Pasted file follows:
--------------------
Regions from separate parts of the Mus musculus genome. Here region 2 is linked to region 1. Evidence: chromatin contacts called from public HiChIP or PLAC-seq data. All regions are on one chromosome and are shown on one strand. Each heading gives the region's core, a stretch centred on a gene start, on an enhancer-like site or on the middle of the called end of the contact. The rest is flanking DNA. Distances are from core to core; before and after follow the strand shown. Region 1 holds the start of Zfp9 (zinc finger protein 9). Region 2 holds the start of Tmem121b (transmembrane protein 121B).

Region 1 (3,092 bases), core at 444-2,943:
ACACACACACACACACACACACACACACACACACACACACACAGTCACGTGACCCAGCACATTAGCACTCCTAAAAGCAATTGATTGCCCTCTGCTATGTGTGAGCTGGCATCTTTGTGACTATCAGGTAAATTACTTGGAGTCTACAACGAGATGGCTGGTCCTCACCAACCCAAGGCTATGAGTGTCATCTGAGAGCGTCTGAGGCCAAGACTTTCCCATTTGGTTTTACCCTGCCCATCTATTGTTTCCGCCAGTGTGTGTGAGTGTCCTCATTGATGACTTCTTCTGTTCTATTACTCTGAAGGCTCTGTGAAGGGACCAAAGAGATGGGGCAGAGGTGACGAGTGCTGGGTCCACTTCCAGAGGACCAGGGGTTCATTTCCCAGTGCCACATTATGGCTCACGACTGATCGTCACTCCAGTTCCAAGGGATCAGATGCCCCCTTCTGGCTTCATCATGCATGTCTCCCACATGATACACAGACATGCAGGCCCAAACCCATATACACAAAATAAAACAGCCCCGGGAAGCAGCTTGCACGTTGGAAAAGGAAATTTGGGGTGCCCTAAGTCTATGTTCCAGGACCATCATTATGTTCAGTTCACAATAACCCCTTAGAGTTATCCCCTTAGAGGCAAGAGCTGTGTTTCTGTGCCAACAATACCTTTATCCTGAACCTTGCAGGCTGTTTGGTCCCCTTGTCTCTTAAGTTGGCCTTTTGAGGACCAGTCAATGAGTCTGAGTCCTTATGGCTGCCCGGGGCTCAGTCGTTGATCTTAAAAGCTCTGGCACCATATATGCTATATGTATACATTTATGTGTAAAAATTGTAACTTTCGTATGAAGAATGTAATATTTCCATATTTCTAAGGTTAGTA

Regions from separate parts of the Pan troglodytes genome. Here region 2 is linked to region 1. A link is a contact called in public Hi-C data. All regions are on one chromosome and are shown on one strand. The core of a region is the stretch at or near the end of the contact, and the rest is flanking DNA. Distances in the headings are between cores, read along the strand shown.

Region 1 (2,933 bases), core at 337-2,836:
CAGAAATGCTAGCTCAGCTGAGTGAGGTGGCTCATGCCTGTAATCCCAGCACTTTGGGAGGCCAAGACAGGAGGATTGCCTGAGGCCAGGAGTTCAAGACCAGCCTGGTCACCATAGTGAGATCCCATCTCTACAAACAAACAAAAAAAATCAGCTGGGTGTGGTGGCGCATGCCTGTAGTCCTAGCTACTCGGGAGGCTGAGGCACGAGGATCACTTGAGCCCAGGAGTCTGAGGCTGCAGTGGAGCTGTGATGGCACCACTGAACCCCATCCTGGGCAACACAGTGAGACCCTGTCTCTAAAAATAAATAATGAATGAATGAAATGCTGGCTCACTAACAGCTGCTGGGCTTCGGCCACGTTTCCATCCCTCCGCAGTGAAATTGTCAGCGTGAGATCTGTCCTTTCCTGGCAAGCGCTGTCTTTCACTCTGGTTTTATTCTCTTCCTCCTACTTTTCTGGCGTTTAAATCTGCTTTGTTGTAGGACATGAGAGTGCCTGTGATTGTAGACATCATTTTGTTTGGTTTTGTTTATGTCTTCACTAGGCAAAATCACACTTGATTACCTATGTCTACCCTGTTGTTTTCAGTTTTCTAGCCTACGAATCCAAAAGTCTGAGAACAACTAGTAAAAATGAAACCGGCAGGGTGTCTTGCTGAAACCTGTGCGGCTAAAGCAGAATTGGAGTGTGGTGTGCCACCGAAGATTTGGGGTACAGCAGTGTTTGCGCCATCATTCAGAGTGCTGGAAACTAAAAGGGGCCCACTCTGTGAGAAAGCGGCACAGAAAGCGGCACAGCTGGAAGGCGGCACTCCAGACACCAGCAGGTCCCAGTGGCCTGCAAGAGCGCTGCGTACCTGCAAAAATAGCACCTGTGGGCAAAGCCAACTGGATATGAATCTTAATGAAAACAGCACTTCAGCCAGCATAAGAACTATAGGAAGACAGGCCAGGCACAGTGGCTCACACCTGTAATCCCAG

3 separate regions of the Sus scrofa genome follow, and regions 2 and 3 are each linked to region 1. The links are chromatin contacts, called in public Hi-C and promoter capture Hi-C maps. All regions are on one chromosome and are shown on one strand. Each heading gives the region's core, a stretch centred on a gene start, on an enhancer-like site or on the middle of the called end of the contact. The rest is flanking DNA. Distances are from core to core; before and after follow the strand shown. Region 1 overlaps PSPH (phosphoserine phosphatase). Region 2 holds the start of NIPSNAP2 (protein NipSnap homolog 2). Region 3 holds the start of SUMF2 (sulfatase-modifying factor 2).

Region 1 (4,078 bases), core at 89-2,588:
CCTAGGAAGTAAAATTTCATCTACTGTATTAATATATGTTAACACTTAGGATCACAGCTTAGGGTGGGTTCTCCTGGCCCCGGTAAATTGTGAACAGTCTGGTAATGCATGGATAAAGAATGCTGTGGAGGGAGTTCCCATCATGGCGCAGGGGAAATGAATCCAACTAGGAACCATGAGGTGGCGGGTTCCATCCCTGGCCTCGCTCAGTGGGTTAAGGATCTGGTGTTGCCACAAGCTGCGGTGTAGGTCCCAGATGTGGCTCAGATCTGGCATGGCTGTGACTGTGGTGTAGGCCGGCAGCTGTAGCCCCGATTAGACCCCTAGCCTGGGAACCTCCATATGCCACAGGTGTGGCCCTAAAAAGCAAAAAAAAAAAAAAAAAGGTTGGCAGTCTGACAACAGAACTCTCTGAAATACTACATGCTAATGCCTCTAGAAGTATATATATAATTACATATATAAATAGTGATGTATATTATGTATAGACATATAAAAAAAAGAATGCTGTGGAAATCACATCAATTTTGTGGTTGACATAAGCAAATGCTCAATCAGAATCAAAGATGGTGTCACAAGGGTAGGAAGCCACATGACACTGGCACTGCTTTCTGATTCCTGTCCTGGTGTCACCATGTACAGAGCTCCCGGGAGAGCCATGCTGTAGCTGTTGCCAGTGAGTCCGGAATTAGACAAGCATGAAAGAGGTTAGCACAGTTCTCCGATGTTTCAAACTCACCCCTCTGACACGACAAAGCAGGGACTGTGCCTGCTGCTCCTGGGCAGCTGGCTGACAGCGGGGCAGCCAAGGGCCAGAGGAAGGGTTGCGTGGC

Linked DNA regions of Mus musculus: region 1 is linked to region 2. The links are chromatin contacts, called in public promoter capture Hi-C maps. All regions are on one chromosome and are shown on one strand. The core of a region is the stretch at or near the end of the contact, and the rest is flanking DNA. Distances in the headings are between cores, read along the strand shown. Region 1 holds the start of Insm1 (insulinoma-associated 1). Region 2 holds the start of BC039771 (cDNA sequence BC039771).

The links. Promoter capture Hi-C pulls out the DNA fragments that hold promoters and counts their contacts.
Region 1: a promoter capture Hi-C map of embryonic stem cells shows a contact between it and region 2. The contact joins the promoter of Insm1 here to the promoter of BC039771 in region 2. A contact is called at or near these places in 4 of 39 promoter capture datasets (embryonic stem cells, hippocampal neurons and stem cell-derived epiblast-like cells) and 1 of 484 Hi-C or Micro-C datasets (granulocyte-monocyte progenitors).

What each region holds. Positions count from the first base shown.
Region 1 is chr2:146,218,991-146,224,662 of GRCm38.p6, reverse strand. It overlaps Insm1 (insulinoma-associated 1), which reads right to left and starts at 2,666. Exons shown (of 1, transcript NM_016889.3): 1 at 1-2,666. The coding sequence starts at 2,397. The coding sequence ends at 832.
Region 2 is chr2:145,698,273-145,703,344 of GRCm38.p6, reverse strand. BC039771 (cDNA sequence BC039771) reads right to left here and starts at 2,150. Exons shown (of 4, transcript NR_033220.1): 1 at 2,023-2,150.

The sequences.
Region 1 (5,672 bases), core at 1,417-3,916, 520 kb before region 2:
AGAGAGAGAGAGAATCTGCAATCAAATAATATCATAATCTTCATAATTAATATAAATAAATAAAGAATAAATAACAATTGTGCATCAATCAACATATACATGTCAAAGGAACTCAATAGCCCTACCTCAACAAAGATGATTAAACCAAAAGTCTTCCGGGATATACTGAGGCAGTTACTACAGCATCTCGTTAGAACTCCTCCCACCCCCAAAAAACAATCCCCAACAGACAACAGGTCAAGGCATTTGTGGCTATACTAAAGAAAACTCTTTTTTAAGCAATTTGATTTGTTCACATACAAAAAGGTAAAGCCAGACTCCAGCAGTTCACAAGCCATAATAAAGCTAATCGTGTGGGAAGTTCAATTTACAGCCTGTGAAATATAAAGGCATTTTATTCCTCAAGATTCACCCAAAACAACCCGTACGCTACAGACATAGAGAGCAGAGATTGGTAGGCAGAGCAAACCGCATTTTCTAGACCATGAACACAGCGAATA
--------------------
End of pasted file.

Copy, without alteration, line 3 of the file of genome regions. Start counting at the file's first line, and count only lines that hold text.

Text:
ACACACACACACACACACACACACACACACACACACACACACAGTCACGTGACCCAGCACATTAGCACTCCTAAAAGCAATTGATTGCCCTCTGCTATGTGTGAGCTGGCATCTTTGTGACTATCAGGTAAATTACTTGGAGTCTACAACGAGATGGCTGGTCCTCACCAACCCAAGGCTATGAGTGTCATCTGAGAGCGTCTGAGGCCAAGACTTTCCCATTTGGTTTTACCCTGCCCATCTATTGTTTCCGCCAGTGTGTGTGAGTGTCCTCATTGATGACTTCTTCTGTTCTATTACTCTGAAGGCTCTGTGAAGGGACCAAAGAGATGGGGCAGAGGTGACGAGTGCTGGGTCCACTTCCAGAGGACCAGGGGTTCATTTCCCAGTGCCACATTATGGCTCACGACTGATCGTCACTCCAGTTCCAAGGGATCAGATGCCCCCTTCTGGCTTCATCATGCATGTCTCCCACATGATACACAGACATGCAGGCCCAAACCCATATACACAAAATAAAACAGCCCCGGGAAGCAGCTTGCACGTTGGAAAAGGAAATTTGGGGTGCCCTAAGTCTATGTTCCAGGACCATCATTATGTTCAGTTCACAATAACCCCTTAGAGTTATCCCCTTAGAGGCAAGAGCTGTGTTTCTGTGCCAACAATACCTTTATCCTGAACCTTGCAGGCTGTTTGGTCCCCTTGTCTCTTAAGTTGGCCTTTTGAGGACCAGTCAATGAGTCTGAGTCCTTATGGCTGCCCGGGGCTCAGTCGTTGATCTTAAAAGCTCTGGCACCATATATGCTATATGTATACATTTATGTGTAAAAATTGTAACTTTCGTATGAAGAATGTAATATTTCCATATTTCTAAGGTTAGTA